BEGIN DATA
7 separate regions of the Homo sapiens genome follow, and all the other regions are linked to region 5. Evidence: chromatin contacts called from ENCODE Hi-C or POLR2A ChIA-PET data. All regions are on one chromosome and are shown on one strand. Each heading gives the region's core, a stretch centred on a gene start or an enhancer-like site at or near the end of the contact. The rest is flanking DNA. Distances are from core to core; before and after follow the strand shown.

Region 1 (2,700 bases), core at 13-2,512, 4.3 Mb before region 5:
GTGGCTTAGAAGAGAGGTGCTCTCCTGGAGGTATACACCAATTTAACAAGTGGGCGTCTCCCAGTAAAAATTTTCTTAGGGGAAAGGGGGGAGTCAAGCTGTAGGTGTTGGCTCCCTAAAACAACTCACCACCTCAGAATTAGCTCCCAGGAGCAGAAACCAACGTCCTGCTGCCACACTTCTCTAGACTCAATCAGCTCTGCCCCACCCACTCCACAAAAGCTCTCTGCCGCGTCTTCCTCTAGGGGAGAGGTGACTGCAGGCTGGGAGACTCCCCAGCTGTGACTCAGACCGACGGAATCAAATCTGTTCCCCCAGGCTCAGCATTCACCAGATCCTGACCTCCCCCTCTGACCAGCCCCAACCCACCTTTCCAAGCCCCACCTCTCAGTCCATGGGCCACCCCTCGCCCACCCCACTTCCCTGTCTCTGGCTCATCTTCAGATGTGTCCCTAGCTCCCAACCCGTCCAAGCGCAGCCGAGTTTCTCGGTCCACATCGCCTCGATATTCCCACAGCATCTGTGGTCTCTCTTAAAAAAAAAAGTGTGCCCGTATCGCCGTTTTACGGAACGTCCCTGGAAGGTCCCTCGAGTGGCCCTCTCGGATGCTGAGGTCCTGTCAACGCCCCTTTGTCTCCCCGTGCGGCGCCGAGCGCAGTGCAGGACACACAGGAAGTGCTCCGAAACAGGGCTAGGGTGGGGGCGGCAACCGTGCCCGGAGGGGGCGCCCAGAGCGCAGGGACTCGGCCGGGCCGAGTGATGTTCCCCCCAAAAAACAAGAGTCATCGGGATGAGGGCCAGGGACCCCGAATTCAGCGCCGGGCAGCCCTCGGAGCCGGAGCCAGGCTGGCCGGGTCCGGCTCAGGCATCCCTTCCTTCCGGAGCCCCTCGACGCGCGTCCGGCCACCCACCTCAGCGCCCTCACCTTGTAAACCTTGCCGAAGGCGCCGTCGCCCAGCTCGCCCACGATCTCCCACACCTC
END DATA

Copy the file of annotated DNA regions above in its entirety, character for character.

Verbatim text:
7 separate regions of the Homo sapiens genome follow, and all the other regions are linked to region 5. Evidence: chromatin contacts called from ENCODE Hi-C or POLR2A ChIA-PET data. All regions are on one chromosome and are shown on one strand. Each heading gives the region's core, a stretch centred on a gene start or an enhancer-like site at or near the end of the contact. The rest is flanking DNA. Distances are from core to core; before and after follow the strand shown.

Region 1 (2,700 bases), core at 13-2,512, 4.3 Mb before region 5:
GTGGCTTAGAAGAGAGGTGCTCTCCTGGAGGTATACACCAATTTAACAAGTGGGCGTCTCCCAGTAAAAATTTTCTTAGGGGAAAGGGGGGAGTCAAGCTGTAGGTGTTGGCTCCCTAAAACAACTCACCACCTCAGAATTAGCTCCCAGGAGCAGAAACCAACGTCCTGCTGCCACACTTCTCTAGACTCAATCAGCTCTGCCCCACCCACTCCACAAAAGCTCTCTGCCGCGTCTTCCTCTAGGGGAGAGGTGACTGCAGGCTGGGAGACTCCCCAGCTGTGACTCAGACCGACGGAATCAAATCTGTTCCCCCAGGCTCAGCATTCACCAGATCCTGACCTCCCCCTCTGACCAGCCCCAACCCACCTTTCCAAGCCCCACCTCTCAGTCCATGGGCCACCCCTCGCCCACCCCACTTCCCTGTCTCTGGCTCATCTTCAGATGTGTCCCTAGCTCCCAACCCGTCCAAGCGCAGCCGAGTTTCTCGGTCCACATCGCCTCGATATTCCCACAGCATCTGTGGTCTCTCTTAAAAAAAAAAGTGTGCCCGTATCGCCGTTTTACGGAACGTCCCTGGAAGGTCCCTCGAGTGGCCCTCTCGGATGCTGAGGTCCTGTCAACGCCCCTTTGTCTCCCCGTGCGGCGCCGAGCGCAGTGCAGGACACACAGGAAGTGCTCCGAAACAGGGCTAGGGTGGGGGCGGCAACCGTGCCCGGAGGGGGCGCCCAGAGCGCAGGGACTCGGCCGGGCCGAGTGATGTTCCCCCCAAAAAACAAGAGTCATCGGGATGAGGGCCAGGGACCCCGAATTCAGCGCCGGGCAGCCCTCGGAGCCGGAGCCAGGCTGGCCGGGTCCGGCTCAGGCATCCCTTCCTTCCGGAGCCCCTCGACGCGCGTCCGGCCACCCACCTCAGCGCCCTCACCTTGTAAACCTTGCCGAAGGCGCCGTCGCCCAGCTCGCCCACGATCTCCCACACCTC